Originally Posted by techron
OK, as a retired mechanic i've always done cast iron head engines. the question i have is about head gaskets with aluminum heads. i have installed both composition head gaskets and have installed steel shim head gaskets with KW coppercoat sprayed on them and never had a failure. my questions are-
can you use a steel shim head gasket (.021) with aluminum heads?
should you spray them with KW copporcoat?
if not, which gaskets would you install and how? KW, non KW. i'm looking for gaskets of about .021 compressed height.
any tips about head gaskets (the thinner the better) with aluminum heads is wecome from you machine shop guys. or you old hotrodders with experience with aluminum heads on iron blocks. part #s for gaskets are welcome.
You've got two problems beside keeping hot gases in, that's aluminum moves a lot compared to iron so the head gasket has to decouple that or it busts up. The other is corrosion, so a stable non reactive metal and insulation coatings are needed.
My numeral uno choice is the Cometic MLS5325 for zero decked blocks to stock high blocks. This sucker is three layers of stainless steel with a flouroelastomer coating, they call it rubber, I call it Teflon. This guy is .040 thick.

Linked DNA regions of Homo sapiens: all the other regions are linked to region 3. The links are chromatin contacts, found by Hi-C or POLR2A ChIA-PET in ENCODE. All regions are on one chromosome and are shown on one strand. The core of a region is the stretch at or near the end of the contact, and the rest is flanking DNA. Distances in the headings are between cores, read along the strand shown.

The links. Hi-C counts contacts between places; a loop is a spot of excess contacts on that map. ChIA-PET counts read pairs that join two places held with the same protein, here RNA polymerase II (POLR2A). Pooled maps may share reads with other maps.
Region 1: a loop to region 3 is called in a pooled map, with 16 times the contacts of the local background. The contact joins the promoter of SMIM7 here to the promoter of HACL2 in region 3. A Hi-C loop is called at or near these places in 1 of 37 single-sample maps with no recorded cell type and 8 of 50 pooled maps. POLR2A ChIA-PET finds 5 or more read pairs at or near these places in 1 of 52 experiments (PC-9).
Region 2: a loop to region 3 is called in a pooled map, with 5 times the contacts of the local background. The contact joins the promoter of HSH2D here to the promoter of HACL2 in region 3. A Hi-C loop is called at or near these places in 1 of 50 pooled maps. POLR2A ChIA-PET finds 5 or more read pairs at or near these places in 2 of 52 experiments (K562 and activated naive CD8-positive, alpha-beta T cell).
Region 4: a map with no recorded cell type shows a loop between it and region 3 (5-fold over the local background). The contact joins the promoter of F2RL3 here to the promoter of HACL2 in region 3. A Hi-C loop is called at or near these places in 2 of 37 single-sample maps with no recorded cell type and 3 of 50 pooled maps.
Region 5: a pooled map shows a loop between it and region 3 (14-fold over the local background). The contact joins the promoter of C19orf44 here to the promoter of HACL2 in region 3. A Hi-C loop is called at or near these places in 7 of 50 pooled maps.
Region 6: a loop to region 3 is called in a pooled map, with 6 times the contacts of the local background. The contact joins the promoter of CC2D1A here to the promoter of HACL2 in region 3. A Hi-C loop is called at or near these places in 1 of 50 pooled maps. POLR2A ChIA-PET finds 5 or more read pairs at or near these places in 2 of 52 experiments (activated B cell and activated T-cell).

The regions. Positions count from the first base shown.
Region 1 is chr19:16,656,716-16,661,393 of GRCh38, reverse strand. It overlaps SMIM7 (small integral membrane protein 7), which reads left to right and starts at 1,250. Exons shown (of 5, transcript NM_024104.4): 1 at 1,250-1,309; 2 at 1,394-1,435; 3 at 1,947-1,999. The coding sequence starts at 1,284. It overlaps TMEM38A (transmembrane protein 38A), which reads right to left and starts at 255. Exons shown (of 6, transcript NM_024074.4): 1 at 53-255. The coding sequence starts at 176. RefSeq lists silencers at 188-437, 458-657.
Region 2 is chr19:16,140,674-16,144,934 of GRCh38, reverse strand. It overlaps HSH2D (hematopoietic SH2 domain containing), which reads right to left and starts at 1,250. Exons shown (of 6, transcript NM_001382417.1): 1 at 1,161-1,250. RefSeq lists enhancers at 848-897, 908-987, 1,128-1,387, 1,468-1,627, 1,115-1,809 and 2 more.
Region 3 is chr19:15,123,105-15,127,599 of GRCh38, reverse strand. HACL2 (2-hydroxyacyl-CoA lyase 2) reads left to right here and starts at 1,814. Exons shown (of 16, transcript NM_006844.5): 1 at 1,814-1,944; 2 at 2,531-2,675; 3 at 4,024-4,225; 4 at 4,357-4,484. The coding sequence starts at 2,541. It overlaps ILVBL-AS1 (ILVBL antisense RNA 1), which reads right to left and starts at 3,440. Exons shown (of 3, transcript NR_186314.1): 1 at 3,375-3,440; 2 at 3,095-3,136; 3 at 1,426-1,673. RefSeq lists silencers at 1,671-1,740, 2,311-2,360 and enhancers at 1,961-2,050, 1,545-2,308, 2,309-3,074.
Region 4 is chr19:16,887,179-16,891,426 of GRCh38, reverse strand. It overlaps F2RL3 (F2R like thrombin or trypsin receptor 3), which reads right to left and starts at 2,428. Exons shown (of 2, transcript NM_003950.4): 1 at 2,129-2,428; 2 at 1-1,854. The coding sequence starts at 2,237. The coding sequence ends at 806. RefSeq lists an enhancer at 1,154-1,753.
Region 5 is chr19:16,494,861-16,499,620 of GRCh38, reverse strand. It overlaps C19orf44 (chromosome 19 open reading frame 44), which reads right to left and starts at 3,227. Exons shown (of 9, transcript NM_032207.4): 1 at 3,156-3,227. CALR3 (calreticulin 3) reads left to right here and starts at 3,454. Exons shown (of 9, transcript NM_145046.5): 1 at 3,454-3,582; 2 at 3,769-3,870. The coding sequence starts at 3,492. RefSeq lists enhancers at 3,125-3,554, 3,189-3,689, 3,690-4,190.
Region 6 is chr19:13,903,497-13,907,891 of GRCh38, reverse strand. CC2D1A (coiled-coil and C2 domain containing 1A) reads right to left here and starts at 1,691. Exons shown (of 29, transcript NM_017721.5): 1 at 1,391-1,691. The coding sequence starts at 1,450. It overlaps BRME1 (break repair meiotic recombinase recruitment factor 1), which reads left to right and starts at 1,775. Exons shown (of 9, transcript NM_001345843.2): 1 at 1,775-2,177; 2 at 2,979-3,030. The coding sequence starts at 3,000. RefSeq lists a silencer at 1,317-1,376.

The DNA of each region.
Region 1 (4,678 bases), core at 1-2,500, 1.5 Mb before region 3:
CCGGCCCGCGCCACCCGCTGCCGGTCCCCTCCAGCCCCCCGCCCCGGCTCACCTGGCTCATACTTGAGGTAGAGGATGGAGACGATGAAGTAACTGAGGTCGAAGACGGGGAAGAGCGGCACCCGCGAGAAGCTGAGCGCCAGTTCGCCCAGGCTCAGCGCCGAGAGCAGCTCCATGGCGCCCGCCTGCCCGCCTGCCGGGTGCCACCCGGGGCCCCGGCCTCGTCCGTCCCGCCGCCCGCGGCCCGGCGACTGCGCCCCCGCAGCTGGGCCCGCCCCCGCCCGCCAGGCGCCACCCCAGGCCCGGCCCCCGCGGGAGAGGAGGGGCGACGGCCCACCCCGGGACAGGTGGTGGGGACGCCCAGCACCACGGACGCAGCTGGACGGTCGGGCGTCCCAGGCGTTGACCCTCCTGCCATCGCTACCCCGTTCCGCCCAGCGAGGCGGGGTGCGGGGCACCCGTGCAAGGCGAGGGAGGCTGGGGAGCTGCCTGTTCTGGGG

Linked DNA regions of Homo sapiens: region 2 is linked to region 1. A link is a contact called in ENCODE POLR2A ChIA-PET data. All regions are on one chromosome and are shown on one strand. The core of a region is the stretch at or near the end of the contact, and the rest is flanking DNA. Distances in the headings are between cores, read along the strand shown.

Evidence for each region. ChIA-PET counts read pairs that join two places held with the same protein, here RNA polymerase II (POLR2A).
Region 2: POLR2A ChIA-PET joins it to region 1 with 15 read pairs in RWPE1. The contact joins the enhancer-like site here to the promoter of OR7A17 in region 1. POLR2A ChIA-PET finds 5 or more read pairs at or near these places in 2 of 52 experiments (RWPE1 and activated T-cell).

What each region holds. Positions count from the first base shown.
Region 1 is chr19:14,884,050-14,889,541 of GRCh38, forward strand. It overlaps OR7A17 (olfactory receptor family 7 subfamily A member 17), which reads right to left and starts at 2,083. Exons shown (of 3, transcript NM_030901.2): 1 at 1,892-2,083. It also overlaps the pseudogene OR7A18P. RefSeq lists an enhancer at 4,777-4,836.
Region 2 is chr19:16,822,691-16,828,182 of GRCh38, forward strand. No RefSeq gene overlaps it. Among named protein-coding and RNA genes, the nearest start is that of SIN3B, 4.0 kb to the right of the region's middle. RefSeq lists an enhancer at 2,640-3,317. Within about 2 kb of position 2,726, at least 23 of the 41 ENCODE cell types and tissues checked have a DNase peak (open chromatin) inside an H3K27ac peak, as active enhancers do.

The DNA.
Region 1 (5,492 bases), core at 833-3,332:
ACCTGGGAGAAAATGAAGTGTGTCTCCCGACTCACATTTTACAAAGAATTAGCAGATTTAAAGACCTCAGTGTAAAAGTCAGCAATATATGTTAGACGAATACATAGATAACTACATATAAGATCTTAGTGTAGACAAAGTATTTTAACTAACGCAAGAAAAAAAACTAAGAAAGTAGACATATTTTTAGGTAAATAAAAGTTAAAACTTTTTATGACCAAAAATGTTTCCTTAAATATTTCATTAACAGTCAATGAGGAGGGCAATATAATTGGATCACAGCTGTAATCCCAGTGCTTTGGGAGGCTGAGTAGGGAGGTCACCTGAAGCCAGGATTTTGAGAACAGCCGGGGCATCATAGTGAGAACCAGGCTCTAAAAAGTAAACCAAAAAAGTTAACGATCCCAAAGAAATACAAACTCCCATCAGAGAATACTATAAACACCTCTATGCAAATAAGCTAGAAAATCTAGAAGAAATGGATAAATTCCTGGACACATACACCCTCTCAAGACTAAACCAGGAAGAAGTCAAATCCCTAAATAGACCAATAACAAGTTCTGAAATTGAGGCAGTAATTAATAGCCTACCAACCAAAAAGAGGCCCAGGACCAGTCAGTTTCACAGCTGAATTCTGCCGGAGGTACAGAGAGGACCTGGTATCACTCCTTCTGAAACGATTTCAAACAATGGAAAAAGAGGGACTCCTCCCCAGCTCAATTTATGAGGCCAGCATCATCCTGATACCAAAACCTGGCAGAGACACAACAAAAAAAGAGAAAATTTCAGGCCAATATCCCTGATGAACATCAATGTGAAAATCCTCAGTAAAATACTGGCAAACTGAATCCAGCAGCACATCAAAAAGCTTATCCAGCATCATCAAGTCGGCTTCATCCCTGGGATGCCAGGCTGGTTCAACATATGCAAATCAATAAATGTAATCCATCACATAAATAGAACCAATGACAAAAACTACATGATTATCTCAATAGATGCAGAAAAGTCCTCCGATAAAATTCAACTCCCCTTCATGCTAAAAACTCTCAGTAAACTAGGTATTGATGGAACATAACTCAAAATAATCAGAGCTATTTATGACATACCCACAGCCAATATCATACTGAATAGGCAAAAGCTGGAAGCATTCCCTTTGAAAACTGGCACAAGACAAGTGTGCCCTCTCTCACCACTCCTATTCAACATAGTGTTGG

Next comes some GM gaskets I have two faves and one all-right.
The faves are 14096405 stainless on one side and graphite impregnated composite on the other at only .028 thick. The other is 10105117 stainless foil on the outside and something synthetic on the inside this sandwich is also only .028 thick.
The so-so it's all-right is the 12557236 classic GM cast iron to aluminum sandwich .051 thick, comes from the old L98 'vette needs TLC with some re-torquing after initial use. Not bad, but you gotta remember to visit the head bolts.
Another very nice one is the FelPro FEL1094, now I never used this on a street engine only race so I have no experience as to how long this will keep a seal on a daily commuter that never gets the heads popped till something goes wrong. This gem is a stainless shim with a "rubber" coating on both sides. At only .015 inch thick it's great for helping pump up compression, it doesn't like warped parts, but then who does. It also demands a really smooth finish from the machinist.
Keep in mind you've gotta compute compression ratios piston to deck clearance with these things, a couple are pretty thick, a couple in the middle and one's mighty thin. So watching the ratio and also where the piston is at TDC to the squish/quench deck needs to be on one's mind.